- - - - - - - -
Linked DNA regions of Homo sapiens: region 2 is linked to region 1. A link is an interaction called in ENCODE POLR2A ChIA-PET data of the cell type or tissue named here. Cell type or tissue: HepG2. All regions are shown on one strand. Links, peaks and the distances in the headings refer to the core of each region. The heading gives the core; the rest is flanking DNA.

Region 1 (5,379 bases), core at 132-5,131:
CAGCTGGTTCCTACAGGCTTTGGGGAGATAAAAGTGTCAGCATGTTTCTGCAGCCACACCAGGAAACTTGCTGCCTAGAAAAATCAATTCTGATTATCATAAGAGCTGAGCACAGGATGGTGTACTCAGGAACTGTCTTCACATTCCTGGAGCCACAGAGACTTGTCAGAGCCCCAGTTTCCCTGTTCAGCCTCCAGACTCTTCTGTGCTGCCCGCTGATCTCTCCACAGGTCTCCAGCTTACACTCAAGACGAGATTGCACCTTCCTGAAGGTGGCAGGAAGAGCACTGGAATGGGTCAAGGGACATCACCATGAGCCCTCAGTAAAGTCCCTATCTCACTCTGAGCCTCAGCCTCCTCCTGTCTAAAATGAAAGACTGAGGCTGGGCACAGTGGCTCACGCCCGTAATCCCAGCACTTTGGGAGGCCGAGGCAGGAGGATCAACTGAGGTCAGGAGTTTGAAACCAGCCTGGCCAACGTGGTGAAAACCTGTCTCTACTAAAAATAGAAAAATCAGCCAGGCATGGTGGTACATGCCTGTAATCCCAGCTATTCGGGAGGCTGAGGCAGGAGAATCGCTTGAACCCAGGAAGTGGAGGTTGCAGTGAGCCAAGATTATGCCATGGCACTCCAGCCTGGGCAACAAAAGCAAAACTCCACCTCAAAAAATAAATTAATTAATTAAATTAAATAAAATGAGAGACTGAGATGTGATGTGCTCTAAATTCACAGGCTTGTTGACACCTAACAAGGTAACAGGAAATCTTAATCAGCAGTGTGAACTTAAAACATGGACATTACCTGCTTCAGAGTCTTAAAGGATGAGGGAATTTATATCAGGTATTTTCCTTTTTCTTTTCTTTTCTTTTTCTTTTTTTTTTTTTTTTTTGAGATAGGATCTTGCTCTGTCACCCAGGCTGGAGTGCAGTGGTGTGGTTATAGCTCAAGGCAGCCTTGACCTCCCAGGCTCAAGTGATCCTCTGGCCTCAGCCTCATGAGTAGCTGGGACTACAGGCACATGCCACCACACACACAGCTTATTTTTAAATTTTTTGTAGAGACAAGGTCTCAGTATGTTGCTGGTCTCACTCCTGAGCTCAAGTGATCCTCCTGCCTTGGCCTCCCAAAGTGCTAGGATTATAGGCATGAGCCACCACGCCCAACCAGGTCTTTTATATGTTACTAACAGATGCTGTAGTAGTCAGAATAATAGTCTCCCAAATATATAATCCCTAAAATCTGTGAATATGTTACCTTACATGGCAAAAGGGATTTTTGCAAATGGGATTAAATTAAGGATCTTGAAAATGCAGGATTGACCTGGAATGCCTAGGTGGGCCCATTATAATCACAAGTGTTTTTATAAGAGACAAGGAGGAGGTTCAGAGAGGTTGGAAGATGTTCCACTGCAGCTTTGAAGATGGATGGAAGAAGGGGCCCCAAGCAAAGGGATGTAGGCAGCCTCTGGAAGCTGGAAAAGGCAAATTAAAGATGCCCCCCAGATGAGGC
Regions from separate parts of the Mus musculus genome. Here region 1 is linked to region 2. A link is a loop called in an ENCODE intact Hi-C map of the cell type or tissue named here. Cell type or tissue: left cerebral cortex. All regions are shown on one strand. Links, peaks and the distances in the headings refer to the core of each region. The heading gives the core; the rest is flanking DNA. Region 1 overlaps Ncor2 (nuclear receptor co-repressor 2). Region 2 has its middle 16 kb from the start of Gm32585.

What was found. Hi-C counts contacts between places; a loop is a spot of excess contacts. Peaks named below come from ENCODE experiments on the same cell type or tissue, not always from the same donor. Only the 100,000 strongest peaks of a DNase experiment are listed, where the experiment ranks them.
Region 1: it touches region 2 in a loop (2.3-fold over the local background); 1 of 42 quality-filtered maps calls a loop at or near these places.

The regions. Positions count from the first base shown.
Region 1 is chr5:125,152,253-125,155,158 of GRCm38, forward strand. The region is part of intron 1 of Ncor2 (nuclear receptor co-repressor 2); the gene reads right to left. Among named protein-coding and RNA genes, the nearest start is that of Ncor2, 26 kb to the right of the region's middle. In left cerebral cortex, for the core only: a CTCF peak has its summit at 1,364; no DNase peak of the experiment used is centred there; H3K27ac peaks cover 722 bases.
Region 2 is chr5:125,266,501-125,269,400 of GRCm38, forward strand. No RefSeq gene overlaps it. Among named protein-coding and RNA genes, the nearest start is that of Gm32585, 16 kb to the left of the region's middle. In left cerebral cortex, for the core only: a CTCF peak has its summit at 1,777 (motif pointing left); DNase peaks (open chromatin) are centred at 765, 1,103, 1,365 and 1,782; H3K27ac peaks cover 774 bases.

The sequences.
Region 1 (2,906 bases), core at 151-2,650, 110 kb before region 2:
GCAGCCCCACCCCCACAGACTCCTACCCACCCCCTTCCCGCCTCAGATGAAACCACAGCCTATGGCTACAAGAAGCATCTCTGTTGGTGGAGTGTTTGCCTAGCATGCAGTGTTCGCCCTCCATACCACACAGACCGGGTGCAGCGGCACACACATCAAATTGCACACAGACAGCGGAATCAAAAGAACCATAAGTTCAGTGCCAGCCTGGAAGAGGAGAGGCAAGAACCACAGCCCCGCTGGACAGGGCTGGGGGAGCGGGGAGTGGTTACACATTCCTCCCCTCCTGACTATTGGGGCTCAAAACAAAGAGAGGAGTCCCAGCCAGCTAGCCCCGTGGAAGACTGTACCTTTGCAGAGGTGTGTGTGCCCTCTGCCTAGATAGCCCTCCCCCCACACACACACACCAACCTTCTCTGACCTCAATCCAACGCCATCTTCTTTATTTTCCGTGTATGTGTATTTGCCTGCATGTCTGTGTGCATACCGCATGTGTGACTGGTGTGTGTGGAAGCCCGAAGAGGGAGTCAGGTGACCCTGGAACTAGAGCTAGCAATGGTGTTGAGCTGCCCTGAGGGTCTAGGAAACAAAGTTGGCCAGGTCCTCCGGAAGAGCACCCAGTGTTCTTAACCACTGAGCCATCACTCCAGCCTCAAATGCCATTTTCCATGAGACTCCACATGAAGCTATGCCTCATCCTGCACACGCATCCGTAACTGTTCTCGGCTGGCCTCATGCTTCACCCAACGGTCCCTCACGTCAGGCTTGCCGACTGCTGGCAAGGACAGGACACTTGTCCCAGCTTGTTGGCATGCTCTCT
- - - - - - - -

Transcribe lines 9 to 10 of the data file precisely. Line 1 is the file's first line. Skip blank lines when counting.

Region 2 is chr5:125,266,501-125,269,400 of GRCm38, forward strand. No RefSeq gene overlaps it. Among named protein-coding and RNA genes, the nearest start is that of Gm32585, 16 kb to the left of the region's middle. In left cerebral cortex, for the core only: a CTCF peak has its summit at 1,777 (motif pointing left); DNase peaks (open chromatin) are centred at 765, 1,103, 1,365 and 1,782; H3K27ac peaks cover 774 bases.

The sequences.